Brock is engaging company, highly intelligent, and, like me, a bit of a dandy. He sported a monocle, cape, and gold-headed walking sick, an affectation known only to the National Review’s Richard Brookhiser in the past three decades. Brock let the rumor spread he was on heroin when heroin was chic. He’s lying.

At Brave New Books, Stone referred to Brock as “that twisted little freak.”

Robert Morrow and Roger Stone at Brave New Books

Robert Morrow and Roger Stone at Brave New Books

Stone finished his presentation with a rhetorical flourish – “Bill and Hillary are the penicillin-resistant syphilis of the American body politic” – and then answered questions.

He was asked how it is possible that all the material in his book is true – and much of it previously out there – and yet the Clintons are still standing, even thriving.

Stone said it’s been a generation since Bill Clinton was first elected president, and much of what they detail in the book is lost to gauzy memory.

“Nothing is old news if people haven’t heard it before,” he said. “To them it’s news.”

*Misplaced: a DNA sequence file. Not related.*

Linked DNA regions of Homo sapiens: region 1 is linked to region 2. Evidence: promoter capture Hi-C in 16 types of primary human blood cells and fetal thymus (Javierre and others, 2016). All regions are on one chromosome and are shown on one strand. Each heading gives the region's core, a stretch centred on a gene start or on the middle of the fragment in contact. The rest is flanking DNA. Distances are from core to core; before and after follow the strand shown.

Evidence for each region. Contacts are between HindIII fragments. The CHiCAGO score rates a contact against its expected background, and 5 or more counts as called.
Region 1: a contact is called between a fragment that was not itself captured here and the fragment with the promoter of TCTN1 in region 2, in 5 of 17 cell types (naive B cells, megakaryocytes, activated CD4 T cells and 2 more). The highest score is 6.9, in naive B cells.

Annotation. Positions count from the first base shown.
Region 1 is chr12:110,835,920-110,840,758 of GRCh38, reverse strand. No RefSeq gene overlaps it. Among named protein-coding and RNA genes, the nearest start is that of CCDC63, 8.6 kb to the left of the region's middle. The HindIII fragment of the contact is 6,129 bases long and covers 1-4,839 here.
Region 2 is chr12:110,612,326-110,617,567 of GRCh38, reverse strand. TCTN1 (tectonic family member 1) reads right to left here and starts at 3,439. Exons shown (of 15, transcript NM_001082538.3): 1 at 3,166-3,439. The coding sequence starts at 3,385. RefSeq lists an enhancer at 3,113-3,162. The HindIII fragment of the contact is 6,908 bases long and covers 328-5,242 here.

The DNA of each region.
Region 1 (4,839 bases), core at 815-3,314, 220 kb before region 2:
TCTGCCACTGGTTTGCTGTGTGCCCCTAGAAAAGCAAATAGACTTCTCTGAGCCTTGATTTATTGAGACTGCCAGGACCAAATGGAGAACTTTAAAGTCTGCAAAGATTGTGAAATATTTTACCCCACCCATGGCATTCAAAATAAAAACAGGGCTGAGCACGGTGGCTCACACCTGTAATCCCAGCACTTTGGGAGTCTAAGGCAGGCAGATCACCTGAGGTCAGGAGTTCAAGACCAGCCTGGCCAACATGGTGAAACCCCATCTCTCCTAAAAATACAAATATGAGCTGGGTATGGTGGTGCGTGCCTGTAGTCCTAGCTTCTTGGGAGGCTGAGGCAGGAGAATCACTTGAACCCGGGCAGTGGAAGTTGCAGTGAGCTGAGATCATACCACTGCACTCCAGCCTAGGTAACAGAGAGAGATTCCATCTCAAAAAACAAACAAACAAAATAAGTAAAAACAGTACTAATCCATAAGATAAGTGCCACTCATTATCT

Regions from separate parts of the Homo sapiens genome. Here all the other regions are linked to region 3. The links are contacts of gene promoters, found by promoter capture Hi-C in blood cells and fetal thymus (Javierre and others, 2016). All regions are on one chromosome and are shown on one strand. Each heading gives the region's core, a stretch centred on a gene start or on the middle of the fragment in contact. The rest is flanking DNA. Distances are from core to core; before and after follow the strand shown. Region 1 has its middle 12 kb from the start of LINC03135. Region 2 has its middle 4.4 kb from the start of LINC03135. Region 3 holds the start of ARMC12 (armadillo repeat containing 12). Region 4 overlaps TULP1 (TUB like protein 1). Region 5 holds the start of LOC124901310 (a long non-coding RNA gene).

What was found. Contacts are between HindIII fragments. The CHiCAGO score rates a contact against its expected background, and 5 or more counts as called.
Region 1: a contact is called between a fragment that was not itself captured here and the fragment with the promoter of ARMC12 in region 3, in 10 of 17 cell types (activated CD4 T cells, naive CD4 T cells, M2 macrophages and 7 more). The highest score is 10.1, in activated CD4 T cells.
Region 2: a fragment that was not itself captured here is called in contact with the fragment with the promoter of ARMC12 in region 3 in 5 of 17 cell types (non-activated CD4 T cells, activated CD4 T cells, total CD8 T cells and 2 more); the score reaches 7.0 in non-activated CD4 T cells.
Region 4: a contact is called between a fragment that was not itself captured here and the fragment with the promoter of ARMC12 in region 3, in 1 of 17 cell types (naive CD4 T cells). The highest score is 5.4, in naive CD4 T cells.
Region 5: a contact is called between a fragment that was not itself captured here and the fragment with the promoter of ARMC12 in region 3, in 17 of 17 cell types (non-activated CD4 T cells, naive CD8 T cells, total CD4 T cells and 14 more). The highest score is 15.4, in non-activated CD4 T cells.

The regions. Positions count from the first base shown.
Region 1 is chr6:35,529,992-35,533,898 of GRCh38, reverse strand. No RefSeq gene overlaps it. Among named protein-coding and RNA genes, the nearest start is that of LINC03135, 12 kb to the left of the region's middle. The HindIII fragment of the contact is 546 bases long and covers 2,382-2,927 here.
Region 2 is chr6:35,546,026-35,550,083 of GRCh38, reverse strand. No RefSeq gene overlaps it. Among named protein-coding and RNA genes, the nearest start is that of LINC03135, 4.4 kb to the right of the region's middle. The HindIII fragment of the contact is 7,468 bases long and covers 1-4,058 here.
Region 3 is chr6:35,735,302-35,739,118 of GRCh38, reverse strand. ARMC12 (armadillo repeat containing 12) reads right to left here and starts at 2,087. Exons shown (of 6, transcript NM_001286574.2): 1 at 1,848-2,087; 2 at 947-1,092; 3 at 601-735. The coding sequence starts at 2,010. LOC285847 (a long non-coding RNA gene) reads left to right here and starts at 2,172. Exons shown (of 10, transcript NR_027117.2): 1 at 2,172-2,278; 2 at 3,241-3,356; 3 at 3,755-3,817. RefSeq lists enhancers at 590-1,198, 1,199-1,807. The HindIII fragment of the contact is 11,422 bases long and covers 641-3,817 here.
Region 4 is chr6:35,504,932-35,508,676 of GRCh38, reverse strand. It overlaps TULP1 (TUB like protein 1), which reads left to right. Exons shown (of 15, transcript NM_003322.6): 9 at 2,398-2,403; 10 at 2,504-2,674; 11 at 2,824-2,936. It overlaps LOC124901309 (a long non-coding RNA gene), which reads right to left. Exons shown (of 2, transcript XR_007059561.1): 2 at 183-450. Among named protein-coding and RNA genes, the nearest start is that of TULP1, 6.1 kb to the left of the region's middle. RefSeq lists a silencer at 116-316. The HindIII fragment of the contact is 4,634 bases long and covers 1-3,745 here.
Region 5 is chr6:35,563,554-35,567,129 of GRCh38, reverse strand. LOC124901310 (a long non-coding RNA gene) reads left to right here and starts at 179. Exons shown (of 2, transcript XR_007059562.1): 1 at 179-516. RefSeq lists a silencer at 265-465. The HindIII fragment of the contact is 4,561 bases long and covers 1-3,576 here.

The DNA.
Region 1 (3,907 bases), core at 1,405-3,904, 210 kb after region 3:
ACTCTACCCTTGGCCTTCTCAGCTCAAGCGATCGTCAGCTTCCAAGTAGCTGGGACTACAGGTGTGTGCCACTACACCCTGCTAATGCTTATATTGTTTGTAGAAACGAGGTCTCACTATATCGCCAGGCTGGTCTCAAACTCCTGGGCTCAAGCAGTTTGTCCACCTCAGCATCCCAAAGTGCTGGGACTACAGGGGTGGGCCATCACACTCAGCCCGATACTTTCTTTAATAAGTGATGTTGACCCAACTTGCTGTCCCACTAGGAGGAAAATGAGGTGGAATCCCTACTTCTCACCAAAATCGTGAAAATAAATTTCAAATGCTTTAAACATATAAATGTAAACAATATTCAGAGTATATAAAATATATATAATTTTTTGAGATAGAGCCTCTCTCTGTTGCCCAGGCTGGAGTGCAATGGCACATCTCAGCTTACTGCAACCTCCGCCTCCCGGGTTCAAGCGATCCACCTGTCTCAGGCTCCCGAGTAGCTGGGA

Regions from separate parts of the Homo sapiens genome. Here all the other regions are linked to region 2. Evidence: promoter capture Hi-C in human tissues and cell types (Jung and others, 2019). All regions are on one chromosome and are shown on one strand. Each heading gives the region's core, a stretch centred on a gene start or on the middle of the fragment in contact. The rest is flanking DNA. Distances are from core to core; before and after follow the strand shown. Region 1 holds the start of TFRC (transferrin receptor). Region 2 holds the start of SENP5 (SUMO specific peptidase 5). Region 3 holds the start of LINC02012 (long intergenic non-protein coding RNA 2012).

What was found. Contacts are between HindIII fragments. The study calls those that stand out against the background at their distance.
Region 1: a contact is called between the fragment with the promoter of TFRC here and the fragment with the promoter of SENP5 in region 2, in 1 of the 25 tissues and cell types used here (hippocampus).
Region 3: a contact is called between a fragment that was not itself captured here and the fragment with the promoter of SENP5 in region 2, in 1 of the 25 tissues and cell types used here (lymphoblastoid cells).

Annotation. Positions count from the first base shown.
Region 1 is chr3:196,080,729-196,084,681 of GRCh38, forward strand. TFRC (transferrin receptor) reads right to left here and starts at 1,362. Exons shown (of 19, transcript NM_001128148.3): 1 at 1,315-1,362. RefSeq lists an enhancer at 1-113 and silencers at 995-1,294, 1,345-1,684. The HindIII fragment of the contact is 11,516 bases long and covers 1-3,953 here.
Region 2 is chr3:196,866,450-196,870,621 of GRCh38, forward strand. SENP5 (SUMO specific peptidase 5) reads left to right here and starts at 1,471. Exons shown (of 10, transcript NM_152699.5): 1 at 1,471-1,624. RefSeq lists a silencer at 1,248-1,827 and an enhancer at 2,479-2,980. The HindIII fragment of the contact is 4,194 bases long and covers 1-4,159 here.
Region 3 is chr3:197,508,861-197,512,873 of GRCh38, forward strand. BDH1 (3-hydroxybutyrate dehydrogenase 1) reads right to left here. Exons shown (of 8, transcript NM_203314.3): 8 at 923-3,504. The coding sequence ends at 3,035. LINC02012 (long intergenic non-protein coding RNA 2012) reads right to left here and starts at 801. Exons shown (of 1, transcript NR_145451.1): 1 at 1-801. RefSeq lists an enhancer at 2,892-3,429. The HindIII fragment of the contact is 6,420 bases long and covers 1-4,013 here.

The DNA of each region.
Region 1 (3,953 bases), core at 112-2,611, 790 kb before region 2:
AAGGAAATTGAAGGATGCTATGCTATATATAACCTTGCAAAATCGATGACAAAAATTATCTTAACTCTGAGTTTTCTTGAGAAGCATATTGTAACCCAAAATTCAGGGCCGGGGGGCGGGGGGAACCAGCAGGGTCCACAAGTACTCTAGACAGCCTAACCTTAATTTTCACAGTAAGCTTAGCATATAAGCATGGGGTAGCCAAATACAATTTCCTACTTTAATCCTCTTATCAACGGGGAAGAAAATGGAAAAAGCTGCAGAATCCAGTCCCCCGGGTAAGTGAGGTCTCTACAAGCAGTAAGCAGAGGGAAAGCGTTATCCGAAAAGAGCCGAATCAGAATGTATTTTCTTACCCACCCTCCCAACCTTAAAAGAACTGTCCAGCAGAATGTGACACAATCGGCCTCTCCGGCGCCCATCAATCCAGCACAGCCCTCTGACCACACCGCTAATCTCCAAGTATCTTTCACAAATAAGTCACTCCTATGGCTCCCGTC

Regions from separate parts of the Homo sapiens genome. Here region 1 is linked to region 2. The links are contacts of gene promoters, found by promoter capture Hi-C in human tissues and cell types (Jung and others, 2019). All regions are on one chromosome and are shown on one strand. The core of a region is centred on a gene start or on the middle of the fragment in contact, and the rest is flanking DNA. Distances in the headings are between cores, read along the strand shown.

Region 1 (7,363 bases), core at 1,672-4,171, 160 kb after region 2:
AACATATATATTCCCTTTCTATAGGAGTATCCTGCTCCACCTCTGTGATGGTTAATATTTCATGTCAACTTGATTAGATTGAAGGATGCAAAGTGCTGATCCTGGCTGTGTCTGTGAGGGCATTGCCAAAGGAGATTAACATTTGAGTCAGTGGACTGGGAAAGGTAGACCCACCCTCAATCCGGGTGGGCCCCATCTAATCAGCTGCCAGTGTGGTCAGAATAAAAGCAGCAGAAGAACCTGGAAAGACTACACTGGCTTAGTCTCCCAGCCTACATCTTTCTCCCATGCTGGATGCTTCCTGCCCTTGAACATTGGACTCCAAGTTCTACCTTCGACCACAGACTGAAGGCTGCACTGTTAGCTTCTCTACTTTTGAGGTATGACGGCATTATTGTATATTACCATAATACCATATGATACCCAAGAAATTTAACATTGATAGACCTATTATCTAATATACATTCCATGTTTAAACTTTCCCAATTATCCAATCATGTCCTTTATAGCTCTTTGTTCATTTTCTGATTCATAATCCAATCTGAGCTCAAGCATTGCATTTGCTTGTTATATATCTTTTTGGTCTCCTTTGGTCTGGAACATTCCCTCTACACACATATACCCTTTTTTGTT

“Why hasn’t anyone used this stuff?” Stone was asked.

Stone said “Their opponents are compromised. The two parties are in it together.”

He was asked if any of the leading Republican contenders, “have the, pun not intended, stones to make an issue of this.”

“There is one that does,” Stone said. “Trump as you can already see. He’s fearless. He’ll say anything.”

Marco Rubio?

“Not a chance. He’s in the club, totally in the club.”

“Ted Cruz? Maybe. Maybe.”

Back to Trump:  “Believe me, Donald Trump has the political establishment pissing their pants. He is completely uncontrollable.”

Now, about Morrow, who is after all a local boy.

In introducing Stone, he said of himself, “I tell the truth about everybody. I tell the good and bad. I generally focus on the bad because I’m a muckraker. I rake up the muck.”

From Adios, Mofo: Why Rick Perry Will Make America Miss George W. Bush, by James Moore and Jason Stanford in 2011: